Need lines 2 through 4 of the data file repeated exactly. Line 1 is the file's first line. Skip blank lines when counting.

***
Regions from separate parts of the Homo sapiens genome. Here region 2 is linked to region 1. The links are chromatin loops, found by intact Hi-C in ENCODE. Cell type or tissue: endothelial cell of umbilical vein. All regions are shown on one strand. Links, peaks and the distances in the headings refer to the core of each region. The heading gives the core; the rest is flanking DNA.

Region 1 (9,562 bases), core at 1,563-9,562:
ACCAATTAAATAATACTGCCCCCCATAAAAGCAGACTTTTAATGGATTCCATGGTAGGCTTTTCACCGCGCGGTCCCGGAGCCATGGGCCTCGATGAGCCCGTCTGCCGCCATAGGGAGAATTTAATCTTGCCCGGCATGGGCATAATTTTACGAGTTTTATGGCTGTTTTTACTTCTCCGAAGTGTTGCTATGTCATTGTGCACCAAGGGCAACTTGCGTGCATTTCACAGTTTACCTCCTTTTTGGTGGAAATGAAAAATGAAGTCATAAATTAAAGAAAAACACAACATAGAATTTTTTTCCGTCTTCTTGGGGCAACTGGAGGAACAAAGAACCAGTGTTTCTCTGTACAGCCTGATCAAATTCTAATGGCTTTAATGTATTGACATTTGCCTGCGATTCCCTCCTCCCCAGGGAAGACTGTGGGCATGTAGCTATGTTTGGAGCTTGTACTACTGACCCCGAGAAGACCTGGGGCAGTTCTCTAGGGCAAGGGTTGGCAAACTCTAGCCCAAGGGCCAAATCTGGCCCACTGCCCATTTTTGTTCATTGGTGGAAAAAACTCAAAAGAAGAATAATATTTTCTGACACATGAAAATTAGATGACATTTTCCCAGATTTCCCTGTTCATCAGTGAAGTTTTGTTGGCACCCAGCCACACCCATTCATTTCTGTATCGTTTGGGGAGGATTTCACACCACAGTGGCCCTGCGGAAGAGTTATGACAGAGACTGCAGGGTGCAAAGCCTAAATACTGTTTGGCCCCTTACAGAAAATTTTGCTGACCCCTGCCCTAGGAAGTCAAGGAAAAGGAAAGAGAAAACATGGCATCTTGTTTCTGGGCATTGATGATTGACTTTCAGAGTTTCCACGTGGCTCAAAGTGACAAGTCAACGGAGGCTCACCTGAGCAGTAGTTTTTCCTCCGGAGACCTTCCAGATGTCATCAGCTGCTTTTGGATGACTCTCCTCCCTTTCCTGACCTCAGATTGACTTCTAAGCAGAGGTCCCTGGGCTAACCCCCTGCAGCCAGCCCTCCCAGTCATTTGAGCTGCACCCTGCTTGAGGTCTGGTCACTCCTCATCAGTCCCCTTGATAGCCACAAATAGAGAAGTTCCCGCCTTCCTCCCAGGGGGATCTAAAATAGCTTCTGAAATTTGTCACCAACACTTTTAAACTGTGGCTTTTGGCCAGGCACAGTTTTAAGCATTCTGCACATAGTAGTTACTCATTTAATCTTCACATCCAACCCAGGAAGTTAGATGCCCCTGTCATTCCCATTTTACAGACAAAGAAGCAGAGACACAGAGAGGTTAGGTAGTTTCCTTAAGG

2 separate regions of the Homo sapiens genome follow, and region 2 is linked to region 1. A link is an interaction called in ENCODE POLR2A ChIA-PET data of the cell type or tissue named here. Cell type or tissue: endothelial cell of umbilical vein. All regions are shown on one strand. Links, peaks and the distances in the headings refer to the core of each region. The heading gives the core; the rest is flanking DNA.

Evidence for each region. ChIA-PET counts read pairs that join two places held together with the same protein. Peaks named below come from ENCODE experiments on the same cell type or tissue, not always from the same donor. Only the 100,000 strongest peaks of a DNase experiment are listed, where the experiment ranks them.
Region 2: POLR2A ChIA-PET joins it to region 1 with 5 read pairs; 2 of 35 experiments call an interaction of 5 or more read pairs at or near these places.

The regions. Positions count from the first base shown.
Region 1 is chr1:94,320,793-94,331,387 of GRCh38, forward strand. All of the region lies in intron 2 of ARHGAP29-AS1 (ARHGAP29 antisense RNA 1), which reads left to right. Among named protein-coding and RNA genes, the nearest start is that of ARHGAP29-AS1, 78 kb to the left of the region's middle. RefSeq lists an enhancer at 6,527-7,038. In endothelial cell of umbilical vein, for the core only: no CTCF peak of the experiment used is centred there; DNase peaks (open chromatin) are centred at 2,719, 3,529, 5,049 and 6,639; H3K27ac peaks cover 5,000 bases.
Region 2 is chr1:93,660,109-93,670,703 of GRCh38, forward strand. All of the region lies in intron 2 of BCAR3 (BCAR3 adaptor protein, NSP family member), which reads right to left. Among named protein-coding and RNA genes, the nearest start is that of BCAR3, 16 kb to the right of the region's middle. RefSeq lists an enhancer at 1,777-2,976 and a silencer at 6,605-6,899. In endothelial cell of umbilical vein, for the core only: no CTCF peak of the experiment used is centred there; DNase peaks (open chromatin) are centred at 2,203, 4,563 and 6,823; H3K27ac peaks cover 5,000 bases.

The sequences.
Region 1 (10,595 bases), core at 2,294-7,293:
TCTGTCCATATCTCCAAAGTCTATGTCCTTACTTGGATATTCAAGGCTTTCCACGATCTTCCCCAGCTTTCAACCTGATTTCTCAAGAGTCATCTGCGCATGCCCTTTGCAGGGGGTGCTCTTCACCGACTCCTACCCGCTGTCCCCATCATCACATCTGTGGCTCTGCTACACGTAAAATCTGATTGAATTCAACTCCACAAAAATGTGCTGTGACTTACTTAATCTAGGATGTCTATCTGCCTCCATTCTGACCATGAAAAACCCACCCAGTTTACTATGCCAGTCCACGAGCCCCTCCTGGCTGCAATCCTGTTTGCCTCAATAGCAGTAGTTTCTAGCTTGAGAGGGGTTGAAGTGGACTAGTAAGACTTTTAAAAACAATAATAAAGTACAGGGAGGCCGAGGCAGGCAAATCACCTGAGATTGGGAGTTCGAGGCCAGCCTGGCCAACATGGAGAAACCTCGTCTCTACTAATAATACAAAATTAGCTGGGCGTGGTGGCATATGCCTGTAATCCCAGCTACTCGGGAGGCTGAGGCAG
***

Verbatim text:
Region 1 (9,562 bases), core at 1,563-9,562:
ACCAATTAAATAATACTGCCCCCCATAAAAGCAGACTTTTAATGGATTCCATGGTAGGCTTTTCACCGCGCGGTCCCGGAGCCATGGGCCTCGATGAGCCCGTCTGCCGCCATAGGGAGAATTTAATCTTGCCCGGCATGGGCATAATTTTACGAGTTTTATGGCTGTTTTTACTTCTCCGAAGTGTTGCTATGTCATTGTGCACCAAGGGCAACTTGCGTGCATTTCACAGTTTACCTCCTTTTTGGTGGAAATGAAAAATGAAGTCATAAATTAAAGAAAAACACAACATAGAATTTTTTTCCGTCTTCTTGGGGCAACTGGAGGAACAAAGAACCAGTGTTTCTCTGTACAGCCTGATCAAATTCTAATGGCTTTAATGTATTGACATTTGCCTGCGATTCCCTCCTCCCCAGGGAAGACTGTGGGCATGTAGCTATGTTTGGAGCTTGTACTACTGACCCCGAGAAGACCTGGGGCAGTTCTCTAGGGCAAGGGTTGGCAAACTCTAGCCCAAGGGCCAAATCTGGCCCACTGCCCATTTTTGTTCATTGGTGGAAAAAACTCAAAAGAAGAATAATATTTTCTGACACATGAAAATTAGATGACATTTTCCCAGATTTCCCTGTTCATCAGTGAAGTTTTGTTGGCACCCAGCCACACCCATTCATTTCTGTATCGTTTGGGGAGGATTTCACACCACAGTGGCCCTGCGGAAGAGTTATGACAGAGACTGCAGGGTGCAAAGCCTAAATACTGTTTGGCCCCTTACAGAAAATTTTGCTGACCCCTGCCCTAGGAAGTCAAGGAAAAGGAAAGAGAAAACATGGCATCTTGTTTCTGGGCATTGATGATTGACTTTCAGAGTTTCCACGTGGCTCAAAGTGACAAGTCAACGGAGGCTCACCTGAGCAGTAGTTTTTCCTCCGGAGACCTTCCAGATGTCATCAGCTGCTTTTGGATGACTCTCCTCCCTTTCCTGACCTCAGATTGACTTCTAAGCAGAGGTCCCTGGGCTAACCCCCTGCAGCCAGCCCTCCCAGTCATTTGAGCTGCACCCTGCTTGAGGTCTGGTCACTCCTCATCAGTCCCCTTGATAGCCACAAATAGAGAAGTTCCCGCCTTCCTCCCAGGGGGATCTAAAATAGCTTCTGAAATTTGTCACCAACACTTTTAAACTGTGGCTTTTGGCCAGGCACAGTTTTAAGCATTCTGCACATAGTAGTTACTCATTTAATCTTCACATCCAACCCAGGAAGTTAGATGCCCCTGTCATTCCCATTTTACAGACAAAGAAGCAGAGACACAGAGAGGTTAGGTAGTTTCCTTAAGG

2 separate regions of the Homo sapiens genome follow, and region 2 is linked to region 1. A link is an interaction called in ENCODE POLR2A ChIA-PET data of the cell type or tissue named here. Cell type or tissue: endothelial cell of umbilical vein. All regions are shown on one strand. Links, peaks and the distances in the headings refer to the core of each region. The heading gives the core; the rest is flanking DNA.